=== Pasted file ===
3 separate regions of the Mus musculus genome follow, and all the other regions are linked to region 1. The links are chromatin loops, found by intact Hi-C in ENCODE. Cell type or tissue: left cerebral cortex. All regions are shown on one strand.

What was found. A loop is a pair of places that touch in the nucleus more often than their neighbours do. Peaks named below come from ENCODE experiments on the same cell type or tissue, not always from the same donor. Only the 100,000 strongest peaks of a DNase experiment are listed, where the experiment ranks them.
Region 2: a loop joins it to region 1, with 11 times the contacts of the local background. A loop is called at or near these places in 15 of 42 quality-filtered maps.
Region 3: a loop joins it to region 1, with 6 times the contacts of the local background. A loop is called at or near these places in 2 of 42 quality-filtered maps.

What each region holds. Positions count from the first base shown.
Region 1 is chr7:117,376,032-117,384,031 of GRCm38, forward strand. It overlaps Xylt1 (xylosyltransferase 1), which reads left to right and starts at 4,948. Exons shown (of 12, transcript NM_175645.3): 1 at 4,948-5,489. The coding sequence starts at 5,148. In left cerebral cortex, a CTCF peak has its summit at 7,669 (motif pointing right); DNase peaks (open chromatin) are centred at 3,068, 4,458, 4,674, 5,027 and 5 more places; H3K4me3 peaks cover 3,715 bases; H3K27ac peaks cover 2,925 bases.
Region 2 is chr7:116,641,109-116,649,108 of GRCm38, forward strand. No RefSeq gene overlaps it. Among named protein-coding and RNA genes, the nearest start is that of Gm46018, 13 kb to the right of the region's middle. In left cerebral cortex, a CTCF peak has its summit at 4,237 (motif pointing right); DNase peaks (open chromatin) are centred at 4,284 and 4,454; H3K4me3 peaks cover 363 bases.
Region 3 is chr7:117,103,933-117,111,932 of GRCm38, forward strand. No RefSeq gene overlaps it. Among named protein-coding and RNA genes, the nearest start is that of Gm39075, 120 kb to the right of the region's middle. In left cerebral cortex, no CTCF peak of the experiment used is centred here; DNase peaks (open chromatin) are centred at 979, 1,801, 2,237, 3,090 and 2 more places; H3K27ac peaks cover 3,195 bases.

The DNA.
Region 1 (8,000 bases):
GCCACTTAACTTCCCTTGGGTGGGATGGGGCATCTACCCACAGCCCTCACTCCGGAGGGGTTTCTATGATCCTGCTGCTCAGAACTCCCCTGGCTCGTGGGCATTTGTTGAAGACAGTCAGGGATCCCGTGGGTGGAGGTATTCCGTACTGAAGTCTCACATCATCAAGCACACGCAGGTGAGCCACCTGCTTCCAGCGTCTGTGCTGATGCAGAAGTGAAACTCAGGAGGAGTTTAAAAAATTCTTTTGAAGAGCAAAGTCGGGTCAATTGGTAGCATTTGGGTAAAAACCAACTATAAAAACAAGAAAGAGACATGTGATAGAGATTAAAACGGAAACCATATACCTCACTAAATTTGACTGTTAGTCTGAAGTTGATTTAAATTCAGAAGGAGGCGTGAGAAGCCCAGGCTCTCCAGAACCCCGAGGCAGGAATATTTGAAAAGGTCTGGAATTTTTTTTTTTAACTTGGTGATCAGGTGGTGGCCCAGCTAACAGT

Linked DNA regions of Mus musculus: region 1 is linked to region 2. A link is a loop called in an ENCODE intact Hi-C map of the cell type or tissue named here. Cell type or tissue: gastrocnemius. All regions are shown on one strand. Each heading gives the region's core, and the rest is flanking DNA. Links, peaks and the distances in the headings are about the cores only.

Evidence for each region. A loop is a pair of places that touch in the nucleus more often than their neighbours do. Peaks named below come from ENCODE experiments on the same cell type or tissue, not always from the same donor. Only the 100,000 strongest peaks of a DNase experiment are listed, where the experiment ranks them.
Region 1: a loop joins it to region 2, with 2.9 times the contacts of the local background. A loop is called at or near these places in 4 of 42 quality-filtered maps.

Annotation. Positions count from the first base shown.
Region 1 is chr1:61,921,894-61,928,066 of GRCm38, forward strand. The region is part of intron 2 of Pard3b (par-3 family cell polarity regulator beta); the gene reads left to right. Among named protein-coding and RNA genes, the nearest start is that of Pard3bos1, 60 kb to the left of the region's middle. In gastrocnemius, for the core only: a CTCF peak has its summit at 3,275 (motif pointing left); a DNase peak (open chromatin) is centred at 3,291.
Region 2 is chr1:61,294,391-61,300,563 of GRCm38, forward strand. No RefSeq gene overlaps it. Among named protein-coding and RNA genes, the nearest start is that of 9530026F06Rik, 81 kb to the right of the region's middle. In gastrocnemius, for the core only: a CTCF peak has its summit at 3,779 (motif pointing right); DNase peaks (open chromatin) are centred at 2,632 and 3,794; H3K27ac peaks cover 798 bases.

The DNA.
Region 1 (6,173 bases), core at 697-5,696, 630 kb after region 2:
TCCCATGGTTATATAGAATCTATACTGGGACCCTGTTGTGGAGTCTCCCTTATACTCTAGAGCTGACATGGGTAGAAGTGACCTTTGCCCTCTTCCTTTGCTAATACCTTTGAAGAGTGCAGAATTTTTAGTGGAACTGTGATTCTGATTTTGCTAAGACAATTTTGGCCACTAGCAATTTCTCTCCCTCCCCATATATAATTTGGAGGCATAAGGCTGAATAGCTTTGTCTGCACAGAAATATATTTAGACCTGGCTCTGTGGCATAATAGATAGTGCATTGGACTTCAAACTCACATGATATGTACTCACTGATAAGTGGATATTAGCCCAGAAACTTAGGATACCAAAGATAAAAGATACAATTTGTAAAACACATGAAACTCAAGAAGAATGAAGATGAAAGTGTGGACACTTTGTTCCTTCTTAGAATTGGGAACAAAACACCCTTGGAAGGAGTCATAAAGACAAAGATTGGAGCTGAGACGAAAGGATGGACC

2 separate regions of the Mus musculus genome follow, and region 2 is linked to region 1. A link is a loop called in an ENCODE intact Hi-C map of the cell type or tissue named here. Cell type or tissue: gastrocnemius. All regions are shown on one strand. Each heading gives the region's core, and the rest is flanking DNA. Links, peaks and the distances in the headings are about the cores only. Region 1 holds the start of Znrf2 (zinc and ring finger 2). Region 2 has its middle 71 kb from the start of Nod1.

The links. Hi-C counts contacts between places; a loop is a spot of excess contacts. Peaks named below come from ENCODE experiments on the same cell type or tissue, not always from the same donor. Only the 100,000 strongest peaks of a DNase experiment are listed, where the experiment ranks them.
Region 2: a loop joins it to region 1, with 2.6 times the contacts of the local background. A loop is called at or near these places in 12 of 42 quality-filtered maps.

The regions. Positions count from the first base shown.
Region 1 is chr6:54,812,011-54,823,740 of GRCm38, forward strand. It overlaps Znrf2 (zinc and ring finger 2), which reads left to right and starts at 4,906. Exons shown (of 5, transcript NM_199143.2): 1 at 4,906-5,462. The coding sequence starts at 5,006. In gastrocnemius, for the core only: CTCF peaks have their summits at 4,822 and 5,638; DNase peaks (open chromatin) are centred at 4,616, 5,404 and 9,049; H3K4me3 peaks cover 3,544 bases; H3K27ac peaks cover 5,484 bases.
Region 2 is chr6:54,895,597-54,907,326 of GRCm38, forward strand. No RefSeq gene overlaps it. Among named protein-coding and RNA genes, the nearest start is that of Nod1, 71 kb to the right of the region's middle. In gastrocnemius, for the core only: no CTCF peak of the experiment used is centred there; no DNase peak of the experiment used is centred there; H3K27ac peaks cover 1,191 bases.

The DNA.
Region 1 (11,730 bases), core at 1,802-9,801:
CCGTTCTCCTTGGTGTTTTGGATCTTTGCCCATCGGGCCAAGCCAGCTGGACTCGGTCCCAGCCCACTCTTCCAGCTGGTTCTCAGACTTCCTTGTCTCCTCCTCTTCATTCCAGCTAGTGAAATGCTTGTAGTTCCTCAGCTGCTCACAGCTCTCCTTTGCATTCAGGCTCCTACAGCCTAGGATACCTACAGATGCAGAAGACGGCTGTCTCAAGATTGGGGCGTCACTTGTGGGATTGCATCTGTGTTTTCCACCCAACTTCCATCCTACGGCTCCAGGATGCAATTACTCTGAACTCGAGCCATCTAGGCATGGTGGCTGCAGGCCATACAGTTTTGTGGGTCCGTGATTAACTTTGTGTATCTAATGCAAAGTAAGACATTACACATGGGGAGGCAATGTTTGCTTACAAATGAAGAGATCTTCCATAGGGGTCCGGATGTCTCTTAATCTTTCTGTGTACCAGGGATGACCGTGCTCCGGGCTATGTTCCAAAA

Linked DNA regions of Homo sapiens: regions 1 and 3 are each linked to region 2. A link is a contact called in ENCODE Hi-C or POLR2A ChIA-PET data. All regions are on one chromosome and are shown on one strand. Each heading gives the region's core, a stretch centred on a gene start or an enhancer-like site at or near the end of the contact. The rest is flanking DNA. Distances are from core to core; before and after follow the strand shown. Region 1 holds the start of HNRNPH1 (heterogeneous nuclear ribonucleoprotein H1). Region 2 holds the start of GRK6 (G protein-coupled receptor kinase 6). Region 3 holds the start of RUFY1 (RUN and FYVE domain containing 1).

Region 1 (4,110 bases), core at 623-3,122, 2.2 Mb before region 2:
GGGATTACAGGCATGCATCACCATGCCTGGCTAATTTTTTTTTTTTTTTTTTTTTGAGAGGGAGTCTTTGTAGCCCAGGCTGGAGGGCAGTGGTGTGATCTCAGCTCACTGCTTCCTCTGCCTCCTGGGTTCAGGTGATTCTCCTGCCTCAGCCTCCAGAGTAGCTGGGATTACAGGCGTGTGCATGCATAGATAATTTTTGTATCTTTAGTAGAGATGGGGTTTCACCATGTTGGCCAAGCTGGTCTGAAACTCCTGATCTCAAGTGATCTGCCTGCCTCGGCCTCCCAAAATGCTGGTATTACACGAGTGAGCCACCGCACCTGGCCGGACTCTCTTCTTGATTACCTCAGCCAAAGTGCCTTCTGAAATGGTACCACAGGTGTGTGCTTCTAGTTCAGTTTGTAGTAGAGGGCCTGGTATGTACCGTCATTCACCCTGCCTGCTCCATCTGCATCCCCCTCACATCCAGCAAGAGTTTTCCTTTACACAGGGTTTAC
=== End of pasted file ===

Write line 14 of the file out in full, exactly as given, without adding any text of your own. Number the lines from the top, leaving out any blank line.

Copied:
Region 1: a loop joins it to region 2, with 2.9 times the contacts of the local background. A loop is called at or near these places in 4 of 42 quality-filtered maps.